Tax Planning for Property Investors – Your Questions AnsweredFirst Published: May 2010 | Available in: Property Articles Your Property Network
It’s that time of year when we all need to start thinking about submitting our tax returns and so with this in mind YPN have asked property tax expert Stephen Fay to answer some of the questions he most frequently gets asked by property people.
Stephen combines expert technical tax knowledge with real-life property investment experience to offer property investor clients a unique service. Here, Stephen answers some recent questions posed by investors …
I am told by my accountant that I can’t run my rental properties as a business as it is deemed as passive income – is this correct?
Property investors usually own their rental properties in their personal name (or jointly). For tax purposes, rental profits are taxed as ‘investment income’, rather than as ‘self-employment income’. This is good news, as investment income is not subject to National Insurance – a tax saving of 11% compared to employment income!
For income tax purposes, a ‘property rental business’ (as HMRC calls it) is a ‘business’. Therefore, just like any other business, direct costs and all sorts of general expenses are deducted from business profits to arrive at the taxable profit. The expenditure must be ‘wholly and exclusively’ for business purposes though, just like any other business (those ‘tenant entertaining’ tickets to the football don’t count!).
Ensuring that all possible costs and expenses are picked up, especially over several years, really does make a difference to income tax bills, so it’s important that investors are diligent with their record-keeping … most large businesses devote a lot of effort to simple good housekeeping … so should property investors. For example, if you pay out £5k in cash to tradesmen without any records, is it really worth losing that amount as a tax deduction? For a 40% taxpayer, that can mean £2k extra income tax.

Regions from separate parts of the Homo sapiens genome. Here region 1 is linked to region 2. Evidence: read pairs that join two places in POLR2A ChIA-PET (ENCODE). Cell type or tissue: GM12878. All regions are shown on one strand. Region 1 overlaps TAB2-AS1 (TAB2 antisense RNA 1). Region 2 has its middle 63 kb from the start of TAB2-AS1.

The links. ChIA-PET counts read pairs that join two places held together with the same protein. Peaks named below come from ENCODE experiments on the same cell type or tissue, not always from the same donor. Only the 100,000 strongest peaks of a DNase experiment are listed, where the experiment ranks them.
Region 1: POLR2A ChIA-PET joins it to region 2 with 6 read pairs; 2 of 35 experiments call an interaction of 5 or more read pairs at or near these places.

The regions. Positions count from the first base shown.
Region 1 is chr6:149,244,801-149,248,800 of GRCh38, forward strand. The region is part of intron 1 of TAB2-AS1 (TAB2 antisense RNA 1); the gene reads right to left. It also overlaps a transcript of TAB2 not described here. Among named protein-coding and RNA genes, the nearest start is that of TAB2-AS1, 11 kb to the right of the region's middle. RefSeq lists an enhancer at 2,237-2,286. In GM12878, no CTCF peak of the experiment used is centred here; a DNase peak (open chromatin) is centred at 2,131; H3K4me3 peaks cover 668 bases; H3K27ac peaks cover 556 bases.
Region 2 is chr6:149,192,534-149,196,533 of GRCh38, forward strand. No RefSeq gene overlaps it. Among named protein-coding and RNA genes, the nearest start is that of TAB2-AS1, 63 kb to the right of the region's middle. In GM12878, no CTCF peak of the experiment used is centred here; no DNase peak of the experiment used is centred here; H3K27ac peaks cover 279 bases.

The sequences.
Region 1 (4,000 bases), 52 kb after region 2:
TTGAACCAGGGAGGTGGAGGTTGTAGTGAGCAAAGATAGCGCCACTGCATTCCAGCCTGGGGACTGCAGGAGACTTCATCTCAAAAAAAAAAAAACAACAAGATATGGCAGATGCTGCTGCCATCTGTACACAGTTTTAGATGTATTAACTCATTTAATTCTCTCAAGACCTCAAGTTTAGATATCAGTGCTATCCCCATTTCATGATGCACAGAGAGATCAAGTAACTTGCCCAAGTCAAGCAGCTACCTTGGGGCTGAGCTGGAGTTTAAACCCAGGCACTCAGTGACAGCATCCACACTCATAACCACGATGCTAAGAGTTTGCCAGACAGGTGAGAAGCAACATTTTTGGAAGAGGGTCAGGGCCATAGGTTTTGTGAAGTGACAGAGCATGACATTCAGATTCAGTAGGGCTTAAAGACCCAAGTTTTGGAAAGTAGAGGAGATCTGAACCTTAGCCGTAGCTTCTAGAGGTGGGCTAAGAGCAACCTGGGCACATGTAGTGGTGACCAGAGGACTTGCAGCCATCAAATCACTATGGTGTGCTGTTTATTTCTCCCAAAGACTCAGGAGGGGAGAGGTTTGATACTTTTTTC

What’s the deal with refurbishment projects? If I spend thousands of pounds on a refurb on a new property purchase can I claim these funds against income tax or just capital gains?
The capital vs. revenue expense question is one of the most commonly asked questions from investors!Briefly, property repairs and general maintenance are classed as ‘revenue’ expenses (and so deducted from rental profits) if these only restore the property to its previous condition, and don’t ‘enhance’ the property value.
Practically, most general ongoing refurbishment work will be allowable against rental profits. Generally, capital items include extensions, structural changes, and significant ‘improvements’ over and above a simple repair or replacement. One common scenario is where a refurbishment is completed prior to letting. Most BTL investors will have had a survey performed, which will specifically state that the property is of a lettable standard at purchase. This, along with invoices and photo evidence, can be used to support a case for treating those initial refurbishment costs as revenue costs. In most cases it is a simple matter of common sense judgement.
When completing refurbishment work that is a mixture of revenue and capital spending, the works should be sensibly allocated between revenue and capital (it is worth asking the builder to invoice specific repairs and maintenance items (revenue) separately to capital improvements).
One final tip – make sure you keep all those capital spend receipts! Over the years, these can add up, and along with the purchase and sale costs, will help to reduce the capital gains tax due on sale (which is very likely to be at a higher rate than the current 18%!).
Also what about professional fees such as architects? In a similar vein what about the cost of the valuation that I get charged and also the product fees that mortgage lenders charge?
Architect fees usually relate to capital expenditure.